7. I've read about the charcoal, coffee bean and kitty litter methods, but this is a thin-ish layer of straw, where the mold has permeated into the straw.

    Not sure if that would do the trick... =/

    =)

    ReplyDelete
  8. i would expose the underside sunlight, and spray it with Lysol...

    ReplyDelete
  9. Yes sun...is definitely the way to go....I'm soooo alelergic to Febreze and wish the stuff was never invented...it comes wafting across my backyard from time to time and sends me for the hills....sooo many people are allergic to these 'man'made scented products....I know I'm a canary in a coal mine because mark my words there is going to be a ban on the stuff someday!
    I use tea tree oil spray on all my things...safe for items and breathing!! Sorry about my rant!

    ReplyDelete
  10. I agree with the folks that have said sunshine. Also, I do use white vinegar to get odors out. It's gentle & natural (and doesn't leave a vinegar smell). The combination should do it!

    ReplyDelete
  11. One more for direct sunshine. 2 days to a week and the smell will go away.

    ReplyDelete
  12. Do you have a covered back porch? Maybe the answer is just letting it air out? possibly spraying febreeze on the underside? When ever I get items that REAK of Cigg smoke I let them "air out" outside for a few days before binging them in.

    ReplyDelete
  13. Hmm wow, thanks for all the tips so far.

    One thing I will NOT use is Lysol. As I mentioned in yesterdays post, I got an item reeking of Lysol, put it on the back porch and it never stopped stinking lol. Pee Yoo....

    ReplyDelete
  14. Let that baby bake in the sun!Our affectionately nicknamed George Jetson chair had a similar musty/old house smell.Lots of Febreeze, lots of days in the sun and multiple rub downs with Simple Green perked it up and eliminated odors.Enjoy your purchase - it looks fab.

    ReplyDelete
  15. My garage now smells like that since it's turned into my latest furniture storage area (cars? HA!) and I have to say I don't mind the smell at all. It reminds me of my grandmother's house! Plus living in the South with all the humidity you sort of get used to things smelling musty. So, if you can't get the smell out to your satisfaction, I'll be quite happy to take that chair off your hands. IT IS BEAUTIFUL!!!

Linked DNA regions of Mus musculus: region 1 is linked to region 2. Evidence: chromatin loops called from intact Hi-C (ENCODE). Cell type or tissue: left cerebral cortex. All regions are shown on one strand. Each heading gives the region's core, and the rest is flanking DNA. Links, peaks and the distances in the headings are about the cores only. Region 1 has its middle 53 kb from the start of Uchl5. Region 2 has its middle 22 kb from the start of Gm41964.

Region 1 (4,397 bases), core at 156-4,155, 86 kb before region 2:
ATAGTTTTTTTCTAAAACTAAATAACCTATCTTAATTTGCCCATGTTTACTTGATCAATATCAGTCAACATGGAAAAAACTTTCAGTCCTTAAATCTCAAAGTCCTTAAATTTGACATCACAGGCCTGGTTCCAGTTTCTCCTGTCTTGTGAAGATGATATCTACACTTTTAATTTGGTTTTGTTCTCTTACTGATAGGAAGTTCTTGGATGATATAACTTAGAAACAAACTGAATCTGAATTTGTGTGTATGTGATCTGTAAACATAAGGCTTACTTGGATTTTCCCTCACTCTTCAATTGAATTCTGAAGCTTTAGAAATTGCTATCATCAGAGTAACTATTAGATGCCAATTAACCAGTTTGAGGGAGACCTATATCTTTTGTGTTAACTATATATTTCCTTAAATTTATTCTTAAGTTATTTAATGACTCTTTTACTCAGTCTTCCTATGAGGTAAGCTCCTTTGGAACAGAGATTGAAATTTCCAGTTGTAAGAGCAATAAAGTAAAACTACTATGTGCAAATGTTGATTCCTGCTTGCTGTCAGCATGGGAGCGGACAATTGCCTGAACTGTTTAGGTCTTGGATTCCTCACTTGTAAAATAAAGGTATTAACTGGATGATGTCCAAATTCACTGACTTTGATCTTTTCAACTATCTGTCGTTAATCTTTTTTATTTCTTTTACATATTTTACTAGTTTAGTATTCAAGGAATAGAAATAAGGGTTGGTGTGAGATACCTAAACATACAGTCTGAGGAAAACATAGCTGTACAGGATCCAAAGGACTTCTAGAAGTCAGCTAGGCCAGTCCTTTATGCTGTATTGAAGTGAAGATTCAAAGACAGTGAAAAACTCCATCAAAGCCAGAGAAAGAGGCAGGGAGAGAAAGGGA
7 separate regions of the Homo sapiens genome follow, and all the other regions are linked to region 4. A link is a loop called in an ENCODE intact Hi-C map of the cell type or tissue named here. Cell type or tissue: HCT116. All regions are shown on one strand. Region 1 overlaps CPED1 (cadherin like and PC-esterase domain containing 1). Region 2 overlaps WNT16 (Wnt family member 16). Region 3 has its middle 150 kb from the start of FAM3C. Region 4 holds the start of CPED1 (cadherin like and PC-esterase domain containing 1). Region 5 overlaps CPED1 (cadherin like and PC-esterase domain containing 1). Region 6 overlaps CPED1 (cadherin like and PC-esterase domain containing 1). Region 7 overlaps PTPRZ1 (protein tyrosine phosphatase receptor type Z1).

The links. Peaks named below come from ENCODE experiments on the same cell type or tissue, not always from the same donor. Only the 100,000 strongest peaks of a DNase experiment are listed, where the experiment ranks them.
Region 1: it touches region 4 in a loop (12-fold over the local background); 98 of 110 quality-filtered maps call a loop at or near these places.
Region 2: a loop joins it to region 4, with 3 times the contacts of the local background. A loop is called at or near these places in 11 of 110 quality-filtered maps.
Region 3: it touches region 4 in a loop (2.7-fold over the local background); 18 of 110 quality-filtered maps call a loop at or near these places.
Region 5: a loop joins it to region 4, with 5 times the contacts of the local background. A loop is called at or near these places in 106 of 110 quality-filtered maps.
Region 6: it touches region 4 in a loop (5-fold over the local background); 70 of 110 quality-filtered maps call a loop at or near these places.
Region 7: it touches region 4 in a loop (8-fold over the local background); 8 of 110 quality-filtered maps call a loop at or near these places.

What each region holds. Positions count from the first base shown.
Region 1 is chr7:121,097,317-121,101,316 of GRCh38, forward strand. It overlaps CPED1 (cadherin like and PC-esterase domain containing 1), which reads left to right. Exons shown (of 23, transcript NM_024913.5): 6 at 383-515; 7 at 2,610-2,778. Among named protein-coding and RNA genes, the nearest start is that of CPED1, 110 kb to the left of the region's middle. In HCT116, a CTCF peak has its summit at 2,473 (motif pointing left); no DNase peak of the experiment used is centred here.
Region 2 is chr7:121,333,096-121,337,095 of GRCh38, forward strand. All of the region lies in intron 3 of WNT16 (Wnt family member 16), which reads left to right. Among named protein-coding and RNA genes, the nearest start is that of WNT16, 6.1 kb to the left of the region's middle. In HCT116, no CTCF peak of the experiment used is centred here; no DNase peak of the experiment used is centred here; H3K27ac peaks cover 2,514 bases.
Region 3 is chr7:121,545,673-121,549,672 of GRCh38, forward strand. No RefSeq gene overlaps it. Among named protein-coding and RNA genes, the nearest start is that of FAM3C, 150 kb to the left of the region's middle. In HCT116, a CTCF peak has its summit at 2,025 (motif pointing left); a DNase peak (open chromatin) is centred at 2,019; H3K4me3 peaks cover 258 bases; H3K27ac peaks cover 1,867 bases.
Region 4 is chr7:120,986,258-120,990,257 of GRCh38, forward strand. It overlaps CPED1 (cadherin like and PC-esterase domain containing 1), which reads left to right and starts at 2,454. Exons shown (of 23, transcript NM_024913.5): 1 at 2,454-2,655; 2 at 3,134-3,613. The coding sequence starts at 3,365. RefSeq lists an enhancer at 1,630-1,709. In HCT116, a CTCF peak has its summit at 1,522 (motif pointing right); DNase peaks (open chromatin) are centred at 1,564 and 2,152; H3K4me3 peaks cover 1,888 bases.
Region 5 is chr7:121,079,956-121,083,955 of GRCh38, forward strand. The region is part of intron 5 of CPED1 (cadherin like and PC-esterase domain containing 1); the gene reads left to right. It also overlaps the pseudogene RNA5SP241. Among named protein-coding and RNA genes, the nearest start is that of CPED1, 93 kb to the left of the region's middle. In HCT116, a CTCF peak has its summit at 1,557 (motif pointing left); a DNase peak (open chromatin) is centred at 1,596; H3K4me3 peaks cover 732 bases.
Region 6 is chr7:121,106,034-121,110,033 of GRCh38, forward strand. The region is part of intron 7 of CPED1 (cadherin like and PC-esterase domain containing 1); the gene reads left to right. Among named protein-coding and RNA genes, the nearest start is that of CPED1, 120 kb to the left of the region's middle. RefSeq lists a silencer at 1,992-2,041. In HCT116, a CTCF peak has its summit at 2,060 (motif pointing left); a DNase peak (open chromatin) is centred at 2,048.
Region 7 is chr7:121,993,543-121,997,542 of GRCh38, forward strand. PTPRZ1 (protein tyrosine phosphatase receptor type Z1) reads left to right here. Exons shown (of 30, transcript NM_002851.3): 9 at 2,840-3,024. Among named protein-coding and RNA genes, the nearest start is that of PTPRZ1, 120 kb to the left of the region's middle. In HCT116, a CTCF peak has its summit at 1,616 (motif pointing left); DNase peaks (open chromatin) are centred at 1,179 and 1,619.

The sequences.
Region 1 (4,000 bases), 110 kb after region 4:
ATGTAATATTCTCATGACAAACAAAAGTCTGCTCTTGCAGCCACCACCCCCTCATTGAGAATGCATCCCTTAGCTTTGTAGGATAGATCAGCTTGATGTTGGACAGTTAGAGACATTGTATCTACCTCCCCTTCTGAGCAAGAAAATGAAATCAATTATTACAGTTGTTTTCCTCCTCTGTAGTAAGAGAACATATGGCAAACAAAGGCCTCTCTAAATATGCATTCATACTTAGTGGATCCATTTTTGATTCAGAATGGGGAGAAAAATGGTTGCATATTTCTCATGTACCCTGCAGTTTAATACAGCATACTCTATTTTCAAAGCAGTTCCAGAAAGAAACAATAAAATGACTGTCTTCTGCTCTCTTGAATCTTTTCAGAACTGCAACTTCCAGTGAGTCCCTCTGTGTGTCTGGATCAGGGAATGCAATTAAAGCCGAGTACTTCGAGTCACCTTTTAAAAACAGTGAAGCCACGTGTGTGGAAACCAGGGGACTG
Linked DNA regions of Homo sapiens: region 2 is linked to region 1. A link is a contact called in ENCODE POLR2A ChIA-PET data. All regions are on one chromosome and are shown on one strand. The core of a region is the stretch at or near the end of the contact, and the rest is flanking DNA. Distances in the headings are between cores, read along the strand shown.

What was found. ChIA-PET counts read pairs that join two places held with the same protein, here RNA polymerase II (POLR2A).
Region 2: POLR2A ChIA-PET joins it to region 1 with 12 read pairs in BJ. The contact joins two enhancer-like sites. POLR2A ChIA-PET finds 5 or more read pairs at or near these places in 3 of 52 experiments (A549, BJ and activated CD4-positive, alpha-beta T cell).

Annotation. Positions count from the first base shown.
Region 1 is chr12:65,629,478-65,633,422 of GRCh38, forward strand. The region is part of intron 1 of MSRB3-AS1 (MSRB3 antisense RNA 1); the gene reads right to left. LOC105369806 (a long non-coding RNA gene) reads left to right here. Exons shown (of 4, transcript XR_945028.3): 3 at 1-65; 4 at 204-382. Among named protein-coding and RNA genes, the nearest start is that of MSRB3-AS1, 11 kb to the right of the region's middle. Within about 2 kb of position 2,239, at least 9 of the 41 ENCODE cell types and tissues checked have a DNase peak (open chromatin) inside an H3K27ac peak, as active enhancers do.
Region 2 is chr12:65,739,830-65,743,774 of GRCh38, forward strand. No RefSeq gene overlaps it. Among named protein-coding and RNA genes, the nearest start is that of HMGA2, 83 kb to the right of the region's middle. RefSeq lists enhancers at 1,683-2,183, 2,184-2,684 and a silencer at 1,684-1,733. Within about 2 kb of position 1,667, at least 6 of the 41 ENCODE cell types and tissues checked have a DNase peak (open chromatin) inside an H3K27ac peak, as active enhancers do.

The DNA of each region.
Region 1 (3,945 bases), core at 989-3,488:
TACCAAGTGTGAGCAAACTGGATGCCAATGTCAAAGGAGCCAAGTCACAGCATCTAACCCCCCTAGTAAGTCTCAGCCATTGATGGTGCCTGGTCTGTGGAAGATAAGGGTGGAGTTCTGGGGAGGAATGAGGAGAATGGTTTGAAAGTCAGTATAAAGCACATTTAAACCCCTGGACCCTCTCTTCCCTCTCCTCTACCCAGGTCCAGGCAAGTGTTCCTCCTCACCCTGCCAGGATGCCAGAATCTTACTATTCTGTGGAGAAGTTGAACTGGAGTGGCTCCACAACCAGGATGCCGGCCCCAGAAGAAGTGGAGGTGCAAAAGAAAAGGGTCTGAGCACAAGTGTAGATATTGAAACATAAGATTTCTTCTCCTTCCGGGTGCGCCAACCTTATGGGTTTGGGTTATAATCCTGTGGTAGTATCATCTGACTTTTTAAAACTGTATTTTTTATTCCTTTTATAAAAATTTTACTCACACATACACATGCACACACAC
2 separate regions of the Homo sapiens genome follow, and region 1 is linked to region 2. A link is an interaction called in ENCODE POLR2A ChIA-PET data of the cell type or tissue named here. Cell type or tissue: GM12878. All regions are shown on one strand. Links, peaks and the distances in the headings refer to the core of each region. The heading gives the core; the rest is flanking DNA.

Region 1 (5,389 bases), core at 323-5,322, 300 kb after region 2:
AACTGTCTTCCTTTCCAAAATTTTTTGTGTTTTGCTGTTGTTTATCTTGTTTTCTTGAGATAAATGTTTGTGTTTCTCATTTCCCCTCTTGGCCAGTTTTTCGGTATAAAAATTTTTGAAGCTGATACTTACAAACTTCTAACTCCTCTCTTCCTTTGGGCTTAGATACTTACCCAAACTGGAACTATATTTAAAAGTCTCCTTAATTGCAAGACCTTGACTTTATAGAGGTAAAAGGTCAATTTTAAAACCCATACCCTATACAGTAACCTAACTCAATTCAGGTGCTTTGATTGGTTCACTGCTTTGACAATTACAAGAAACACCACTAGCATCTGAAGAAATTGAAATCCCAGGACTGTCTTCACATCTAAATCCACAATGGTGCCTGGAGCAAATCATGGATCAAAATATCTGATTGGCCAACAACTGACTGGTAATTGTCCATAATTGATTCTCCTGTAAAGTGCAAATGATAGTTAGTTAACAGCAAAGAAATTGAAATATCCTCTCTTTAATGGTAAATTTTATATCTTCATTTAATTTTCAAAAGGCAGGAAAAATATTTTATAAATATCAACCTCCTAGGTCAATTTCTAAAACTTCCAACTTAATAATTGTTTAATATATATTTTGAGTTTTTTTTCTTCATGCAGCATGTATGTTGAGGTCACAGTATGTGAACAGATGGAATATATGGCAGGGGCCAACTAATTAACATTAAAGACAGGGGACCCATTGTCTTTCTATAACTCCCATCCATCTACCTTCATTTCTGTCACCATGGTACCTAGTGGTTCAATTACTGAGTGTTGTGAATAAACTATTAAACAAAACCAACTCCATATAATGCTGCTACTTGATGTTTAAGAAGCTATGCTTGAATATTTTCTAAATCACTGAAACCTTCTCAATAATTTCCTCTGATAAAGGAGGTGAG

ReplyDelete
  16. Nice chair, and a great price! I had the same issue yesterday with my new '54 GE combination fridge. The seal had mold under it. I thought bleach would damage it, so I used diluted vinegar , a Mr. Clean Magic Eraser and then let it air out over night. Perfect! Maybe that would work in this case too? Just a thought.

    Best of luck! I love your blog!

    XOXO
    Dollie

    ReplyDelete
  17. Darn, nothing at all important to impart here, but what a great chair! Would white vinegar help? I know its good for grease...

    I am at a loss, Miss Atomic!

    ReplyDelete
  18. Thanks again for all the great advice. Hmmm decisions, decisions...

    Christine, I understand the fond memories it brings you, but I'm afraid only the smell of moth balls brings me good memories about my Grandmother lol...

    Might try the white vinegar or in my case maybe diluted bleach since it's the straw and pad underneath. But the fully enclosed back pad also has a tiny bit of a scent, so I will also air it out.

    ReplyDelete
  19. This may sound weird, but spraying cheap vodka may help. Its a costuming trick.

    ReplyDelete
  20. Oops, accidentally hit enter before I finished. The vodka kills smelly bacteria and then evaporates and leaves no smell. You may have to do it a few times to get the smell completely out. I swear by this stuff after doing the ren faire for 12 years on 100 degree days in 40 pd costumes that can't be washed.

    ReplyDelete
  21. just to point this out, in case the seller really is innocent, sometimes if you live somewhere with lots of mold, you stop noticing the smell. I lived in a basement apt for a while and after the first couple weeks I completely grew accustomed to the smell although it would gag me now. The seller may have a similar situation.